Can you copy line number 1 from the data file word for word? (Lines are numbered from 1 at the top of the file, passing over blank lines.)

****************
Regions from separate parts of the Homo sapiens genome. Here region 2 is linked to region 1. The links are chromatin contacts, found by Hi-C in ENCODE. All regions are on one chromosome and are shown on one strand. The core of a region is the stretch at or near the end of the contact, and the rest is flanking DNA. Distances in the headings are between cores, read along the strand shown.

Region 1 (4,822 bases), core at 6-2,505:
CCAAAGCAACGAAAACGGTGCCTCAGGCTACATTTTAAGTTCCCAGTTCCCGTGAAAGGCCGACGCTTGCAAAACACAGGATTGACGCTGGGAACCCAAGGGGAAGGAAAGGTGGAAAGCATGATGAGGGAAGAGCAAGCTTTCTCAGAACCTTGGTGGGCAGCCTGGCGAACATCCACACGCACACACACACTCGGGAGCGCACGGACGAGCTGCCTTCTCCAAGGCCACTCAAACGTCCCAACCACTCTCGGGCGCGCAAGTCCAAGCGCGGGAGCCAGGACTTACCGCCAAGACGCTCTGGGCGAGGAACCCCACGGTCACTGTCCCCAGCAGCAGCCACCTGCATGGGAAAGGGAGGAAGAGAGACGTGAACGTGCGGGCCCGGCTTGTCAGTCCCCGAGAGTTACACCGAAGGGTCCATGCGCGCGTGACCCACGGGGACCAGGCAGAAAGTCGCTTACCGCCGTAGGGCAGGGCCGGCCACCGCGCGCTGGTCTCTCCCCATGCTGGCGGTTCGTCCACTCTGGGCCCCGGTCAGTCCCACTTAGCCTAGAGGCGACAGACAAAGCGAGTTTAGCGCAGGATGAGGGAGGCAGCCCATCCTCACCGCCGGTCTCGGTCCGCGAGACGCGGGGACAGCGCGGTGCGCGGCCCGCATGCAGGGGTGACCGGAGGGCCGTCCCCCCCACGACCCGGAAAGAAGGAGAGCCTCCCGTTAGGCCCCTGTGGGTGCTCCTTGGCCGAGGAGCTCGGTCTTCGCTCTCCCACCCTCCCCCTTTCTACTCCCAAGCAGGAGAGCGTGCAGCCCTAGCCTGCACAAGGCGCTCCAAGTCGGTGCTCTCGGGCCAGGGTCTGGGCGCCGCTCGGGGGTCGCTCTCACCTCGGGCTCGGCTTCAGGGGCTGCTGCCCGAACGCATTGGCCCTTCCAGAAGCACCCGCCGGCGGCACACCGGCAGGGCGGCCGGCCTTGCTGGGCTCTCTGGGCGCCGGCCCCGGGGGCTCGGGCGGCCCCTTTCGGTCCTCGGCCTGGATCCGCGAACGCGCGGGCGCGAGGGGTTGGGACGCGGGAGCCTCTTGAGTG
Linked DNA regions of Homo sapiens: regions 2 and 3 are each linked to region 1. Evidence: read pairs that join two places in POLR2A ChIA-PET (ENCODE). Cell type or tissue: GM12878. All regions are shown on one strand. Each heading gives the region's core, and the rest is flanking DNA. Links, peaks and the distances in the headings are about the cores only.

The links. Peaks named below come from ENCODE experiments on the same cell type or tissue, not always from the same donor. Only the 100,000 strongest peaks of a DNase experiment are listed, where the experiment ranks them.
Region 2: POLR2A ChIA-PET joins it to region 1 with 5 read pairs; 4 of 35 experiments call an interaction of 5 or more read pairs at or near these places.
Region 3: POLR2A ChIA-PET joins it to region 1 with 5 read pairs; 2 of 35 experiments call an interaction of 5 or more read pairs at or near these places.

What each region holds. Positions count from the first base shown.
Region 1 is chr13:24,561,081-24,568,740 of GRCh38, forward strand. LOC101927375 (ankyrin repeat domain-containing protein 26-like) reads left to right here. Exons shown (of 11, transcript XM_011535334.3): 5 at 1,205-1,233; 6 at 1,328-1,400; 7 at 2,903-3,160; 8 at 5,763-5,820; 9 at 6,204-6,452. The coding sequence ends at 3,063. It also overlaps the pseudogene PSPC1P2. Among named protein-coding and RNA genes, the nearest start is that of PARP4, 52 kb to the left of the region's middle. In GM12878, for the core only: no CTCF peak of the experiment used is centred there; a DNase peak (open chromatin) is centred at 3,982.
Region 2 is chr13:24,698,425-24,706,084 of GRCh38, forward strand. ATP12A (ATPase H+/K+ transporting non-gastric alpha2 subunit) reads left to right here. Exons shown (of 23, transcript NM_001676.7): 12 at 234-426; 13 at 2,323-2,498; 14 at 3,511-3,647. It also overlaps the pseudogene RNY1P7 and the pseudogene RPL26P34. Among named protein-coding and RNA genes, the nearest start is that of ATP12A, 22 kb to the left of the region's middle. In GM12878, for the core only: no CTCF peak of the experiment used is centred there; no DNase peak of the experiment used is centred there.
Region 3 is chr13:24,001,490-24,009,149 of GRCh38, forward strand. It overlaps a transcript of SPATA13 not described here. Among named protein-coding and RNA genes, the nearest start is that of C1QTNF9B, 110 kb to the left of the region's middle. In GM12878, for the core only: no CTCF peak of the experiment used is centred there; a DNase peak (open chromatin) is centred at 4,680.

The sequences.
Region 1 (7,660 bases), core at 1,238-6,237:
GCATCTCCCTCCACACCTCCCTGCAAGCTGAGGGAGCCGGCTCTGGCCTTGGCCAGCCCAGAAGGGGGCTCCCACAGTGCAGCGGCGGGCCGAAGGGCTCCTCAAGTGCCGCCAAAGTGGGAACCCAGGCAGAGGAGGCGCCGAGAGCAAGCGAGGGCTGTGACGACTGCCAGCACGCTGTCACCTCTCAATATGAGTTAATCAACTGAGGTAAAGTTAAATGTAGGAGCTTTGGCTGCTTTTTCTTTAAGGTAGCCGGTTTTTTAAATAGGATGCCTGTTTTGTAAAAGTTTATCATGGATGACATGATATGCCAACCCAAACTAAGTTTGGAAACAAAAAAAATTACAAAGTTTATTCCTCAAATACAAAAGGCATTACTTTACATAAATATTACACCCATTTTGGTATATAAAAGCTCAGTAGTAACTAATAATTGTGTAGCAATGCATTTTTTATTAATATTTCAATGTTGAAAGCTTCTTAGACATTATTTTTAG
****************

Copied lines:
Regions from separate parts of the Homo sapiens genome. Here region 2 is linked to region 1. The links are chromatin contacts, found by Hi-C in ENCODE. All regions are on one chromosome and are shown on one strand. The core of a region is the stretch at or near the end of the contact, and the rest is flanking DNA. Distances in the headings are between cores, read along the strand shown.